Egypt’s El-Sisi warns of instability after protest calls

El-Sisi warned on Sunday against attempts to stoke instability in the country, following a recent spate of scattered and small-scale anti-government protests. (File/AFP)
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Updated 27 September 2020

Egypt’s El-Sisi warns of instability after protest calls

  • El-Sisi thanked Egyptians for not heeding the calls, saying the government was undertaking the measures as part of reforms
  • The small-scale demonstrations come amid mounting anger against government campaigns to stop illegal construction

CAIRO: Egypt’s President Abdel Fattah El-Sisi warned on Sunday against attempts to stoke instability in the country, following a recent spate of scattered and small-scale anti-government protests.
“Some people have been trying in recent weeks to take advantage of the tough measures we are taking,” El-Sisi said at a ceremony to inaugurate an oil refining complex north of Cairo.
“They choose the hard conditions to harm and cast doubts among Egyptians over what we do.”
Dozens of people took part in rare protests in recent days in several villages in Egypt, according to videos shared widely on social media, especially by sympathizers of the Muslim Brotherhood, an outlawed group.
The small-scale demonstrations come amid mounting anger, particularly in rural and low-income areas, against sweeping government campaigns to stop illegal construction, which have required people to pay fines to legalize home-ownership.
Exiled businessman Mohamed Ali, who has urged anti-El-Sisi protests since last year, has intensified his calls in recent weeks in online videos, calling on Egyptians take to the streets against the government.
During his speech, El-Sisi thanked Egyptians for not heeding the calls, saying the government was undertaking the measures as part of reforms.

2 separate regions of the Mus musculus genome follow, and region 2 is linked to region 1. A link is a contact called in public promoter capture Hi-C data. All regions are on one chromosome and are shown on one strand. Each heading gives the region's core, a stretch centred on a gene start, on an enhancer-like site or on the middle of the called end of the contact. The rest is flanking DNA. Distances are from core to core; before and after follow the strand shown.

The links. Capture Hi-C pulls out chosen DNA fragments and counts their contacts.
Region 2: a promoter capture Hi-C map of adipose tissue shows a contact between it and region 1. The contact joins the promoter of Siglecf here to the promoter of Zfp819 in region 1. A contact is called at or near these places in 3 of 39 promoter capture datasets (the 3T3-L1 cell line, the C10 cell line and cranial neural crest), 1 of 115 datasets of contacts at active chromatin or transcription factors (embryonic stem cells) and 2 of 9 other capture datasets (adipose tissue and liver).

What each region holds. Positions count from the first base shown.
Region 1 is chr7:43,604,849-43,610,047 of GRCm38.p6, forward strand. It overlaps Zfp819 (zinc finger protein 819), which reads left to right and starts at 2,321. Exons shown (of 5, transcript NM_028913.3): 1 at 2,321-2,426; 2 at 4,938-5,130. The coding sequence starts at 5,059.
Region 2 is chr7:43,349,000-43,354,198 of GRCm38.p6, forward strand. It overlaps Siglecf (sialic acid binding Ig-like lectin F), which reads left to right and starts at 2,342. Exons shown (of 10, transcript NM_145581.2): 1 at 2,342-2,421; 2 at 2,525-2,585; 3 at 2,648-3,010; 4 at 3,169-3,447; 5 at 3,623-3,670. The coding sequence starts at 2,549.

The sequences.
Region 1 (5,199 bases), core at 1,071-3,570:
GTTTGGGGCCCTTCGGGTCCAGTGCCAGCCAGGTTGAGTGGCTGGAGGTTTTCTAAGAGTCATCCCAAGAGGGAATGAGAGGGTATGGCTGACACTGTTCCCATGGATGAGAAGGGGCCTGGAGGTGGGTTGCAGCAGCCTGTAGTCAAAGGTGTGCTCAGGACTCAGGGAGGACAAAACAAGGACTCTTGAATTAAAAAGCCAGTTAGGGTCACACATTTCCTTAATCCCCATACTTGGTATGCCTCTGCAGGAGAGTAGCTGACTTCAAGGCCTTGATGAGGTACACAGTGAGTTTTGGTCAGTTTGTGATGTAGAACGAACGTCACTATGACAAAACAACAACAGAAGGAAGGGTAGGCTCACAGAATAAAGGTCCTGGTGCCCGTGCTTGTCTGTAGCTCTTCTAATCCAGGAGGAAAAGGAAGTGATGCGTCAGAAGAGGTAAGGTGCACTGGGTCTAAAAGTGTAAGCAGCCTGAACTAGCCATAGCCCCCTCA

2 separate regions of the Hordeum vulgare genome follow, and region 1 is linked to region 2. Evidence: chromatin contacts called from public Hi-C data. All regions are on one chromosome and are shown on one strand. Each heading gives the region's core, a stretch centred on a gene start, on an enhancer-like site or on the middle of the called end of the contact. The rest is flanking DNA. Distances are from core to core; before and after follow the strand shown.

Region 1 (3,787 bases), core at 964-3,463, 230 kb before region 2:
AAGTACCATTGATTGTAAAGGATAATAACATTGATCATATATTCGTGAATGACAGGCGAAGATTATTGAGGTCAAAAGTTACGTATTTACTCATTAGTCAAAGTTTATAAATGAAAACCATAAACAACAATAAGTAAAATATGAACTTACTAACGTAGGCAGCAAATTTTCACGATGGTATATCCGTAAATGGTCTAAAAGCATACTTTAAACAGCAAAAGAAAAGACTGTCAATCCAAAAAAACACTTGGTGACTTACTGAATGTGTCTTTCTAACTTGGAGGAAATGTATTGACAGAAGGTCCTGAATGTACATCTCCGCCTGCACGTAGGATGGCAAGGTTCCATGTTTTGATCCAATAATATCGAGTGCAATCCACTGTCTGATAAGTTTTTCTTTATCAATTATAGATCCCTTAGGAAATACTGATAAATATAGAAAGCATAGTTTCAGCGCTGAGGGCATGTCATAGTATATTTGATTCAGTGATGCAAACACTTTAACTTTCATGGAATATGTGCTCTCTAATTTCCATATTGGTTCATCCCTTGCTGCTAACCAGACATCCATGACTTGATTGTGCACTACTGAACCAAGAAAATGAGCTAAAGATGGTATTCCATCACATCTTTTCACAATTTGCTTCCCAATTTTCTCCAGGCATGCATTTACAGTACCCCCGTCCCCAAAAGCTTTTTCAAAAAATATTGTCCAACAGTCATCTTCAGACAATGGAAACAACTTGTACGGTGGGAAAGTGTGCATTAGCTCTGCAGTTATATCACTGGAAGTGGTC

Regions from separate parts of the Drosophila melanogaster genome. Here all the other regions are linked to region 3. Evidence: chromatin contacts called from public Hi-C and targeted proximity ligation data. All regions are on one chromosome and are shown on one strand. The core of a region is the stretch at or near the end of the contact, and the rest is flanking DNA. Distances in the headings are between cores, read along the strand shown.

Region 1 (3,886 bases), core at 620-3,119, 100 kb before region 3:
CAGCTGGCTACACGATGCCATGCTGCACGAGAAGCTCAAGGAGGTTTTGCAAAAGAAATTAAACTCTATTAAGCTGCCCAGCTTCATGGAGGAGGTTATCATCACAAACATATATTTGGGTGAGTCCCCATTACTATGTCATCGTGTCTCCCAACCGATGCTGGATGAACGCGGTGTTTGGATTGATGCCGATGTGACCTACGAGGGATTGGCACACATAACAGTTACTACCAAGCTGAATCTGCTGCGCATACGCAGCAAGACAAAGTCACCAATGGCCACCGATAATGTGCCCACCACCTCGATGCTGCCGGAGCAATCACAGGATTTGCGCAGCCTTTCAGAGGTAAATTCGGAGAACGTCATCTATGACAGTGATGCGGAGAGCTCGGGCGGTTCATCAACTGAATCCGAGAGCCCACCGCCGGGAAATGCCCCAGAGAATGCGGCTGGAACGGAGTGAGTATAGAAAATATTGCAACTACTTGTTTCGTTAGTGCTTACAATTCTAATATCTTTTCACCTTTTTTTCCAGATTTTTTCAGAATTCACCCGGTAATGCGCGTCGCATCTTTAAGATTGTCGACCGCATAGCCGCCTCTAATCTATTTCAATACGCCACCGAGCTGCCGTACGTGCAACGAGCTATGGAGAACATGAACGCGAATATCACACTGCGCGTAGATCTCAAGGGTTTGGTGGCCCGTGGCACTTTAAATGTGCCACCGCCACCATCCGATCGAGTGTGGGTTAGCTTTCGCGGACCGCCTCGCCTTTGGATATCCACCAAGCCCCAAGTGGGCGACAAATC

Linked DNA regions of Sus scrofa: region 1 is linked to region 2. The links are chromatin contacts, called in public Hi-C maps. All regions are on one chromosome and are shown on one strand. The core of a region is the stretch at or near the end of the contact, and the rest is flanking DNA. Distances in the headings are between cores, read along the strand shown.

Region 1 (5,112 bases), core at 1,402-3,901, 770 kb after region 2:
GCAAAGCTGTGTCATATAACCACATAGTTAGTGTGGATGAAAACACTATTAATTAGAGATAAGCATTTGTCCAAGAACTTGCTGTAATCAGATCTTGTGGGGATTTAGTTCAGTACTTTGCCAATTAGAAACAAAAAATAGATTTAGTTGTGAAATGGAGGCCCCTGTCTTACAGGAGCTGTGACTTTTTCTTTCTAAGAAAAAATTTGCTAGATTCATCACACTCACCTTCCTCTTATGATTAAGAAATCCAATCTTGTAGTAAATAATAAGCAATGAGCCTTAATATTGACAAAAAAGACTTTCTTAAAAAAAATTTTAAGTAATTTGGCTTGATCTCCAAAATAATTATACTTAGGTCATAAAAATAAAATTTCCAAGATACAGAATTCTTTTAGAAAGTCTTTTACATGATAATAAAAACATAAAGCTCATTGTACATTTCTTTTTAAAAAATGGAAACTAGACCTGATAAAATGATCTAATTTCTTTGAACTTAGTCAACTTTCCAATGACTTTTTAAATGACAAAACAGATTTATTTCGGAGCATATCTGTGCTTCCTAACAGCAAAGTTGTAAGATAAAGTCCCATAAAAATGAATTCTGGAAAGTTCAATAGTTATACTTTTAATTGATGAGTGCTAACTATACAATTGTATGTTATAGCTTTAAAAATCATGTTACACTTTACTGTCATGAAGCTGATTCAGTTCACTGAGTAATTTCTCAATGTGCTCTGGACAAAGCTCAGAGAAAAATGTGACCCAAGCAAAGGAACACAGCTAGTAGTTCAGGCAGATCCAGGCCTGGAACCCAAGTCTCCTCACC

On Saturday, family and medical sources said a man was killed in clashes between protesters and police in a village south of Cairo.


Netanyahu greets 316 Ethiopian immigrants as they land in Israel

Updated 03 December 2020

Netanyahu greets 316 Ethiopian immigrants as they land in Israel

  • Benjamin Netanyahu, who has become a vocal supporter of Falash Mura immigration, was on hand at the airport to greet the first group of arrivals
  • The Falash Mura are descendants of Ethiopian Jews who converted to Christianity — many under duress — in the 18th and 19th centuries

TEL AVIV: More than 300 Ethiopians landed in Israel Thursday after the government approved immigration plans for 2,000 members of their Falash Mura community, whose desire to move to the Jewish state has stirred controversy.
The Falash Mura are descendants of Ethiopian Jews who converted to Christianity — many under duress — in the 18th and 19th centuries.
They are not recognized as Jews by Israel’s Orthodox rabbinical authorities, but claim the right to immigrate under family reunification rules.
The government approved about 9,000 claimants in 2015 but then rescinded the decision the following year, citing budgetary constraints.
Some groups in Israel, including members of the Ethiopian community, have opposed immigration of the Falash Mura, citing doubts over their claim to be Jewish.
Prime Minister Benjamin Netanyahu, who has become a vocal supporter of Falash Mura immigration, was on hand at the airport to greet the first group of 316 arrivals.
“Dear brothers and sisters of ours, immigrants from Ethiopia, we are so moved to welcome you here,” Netanyahu told the new immigrants, according to a government statement.
The remaining roughly 1,700 Falash Mura Ethiopians are expected to arrive by the end of January, according to the immigration plan approved by Netanyahu’s cabinet in October.
The bulk of Ethiopia’s Jewish community was brought to the country between 1984 and 1991 under the Law of Return, which guarantees Israeli citizenship to all Jews.
The Ethiopian-Israeli community has since grown to 140,000-strong, including 50,000 born in Israel.
Many say they faced racial discrimination, notably abuse by Israel’s police.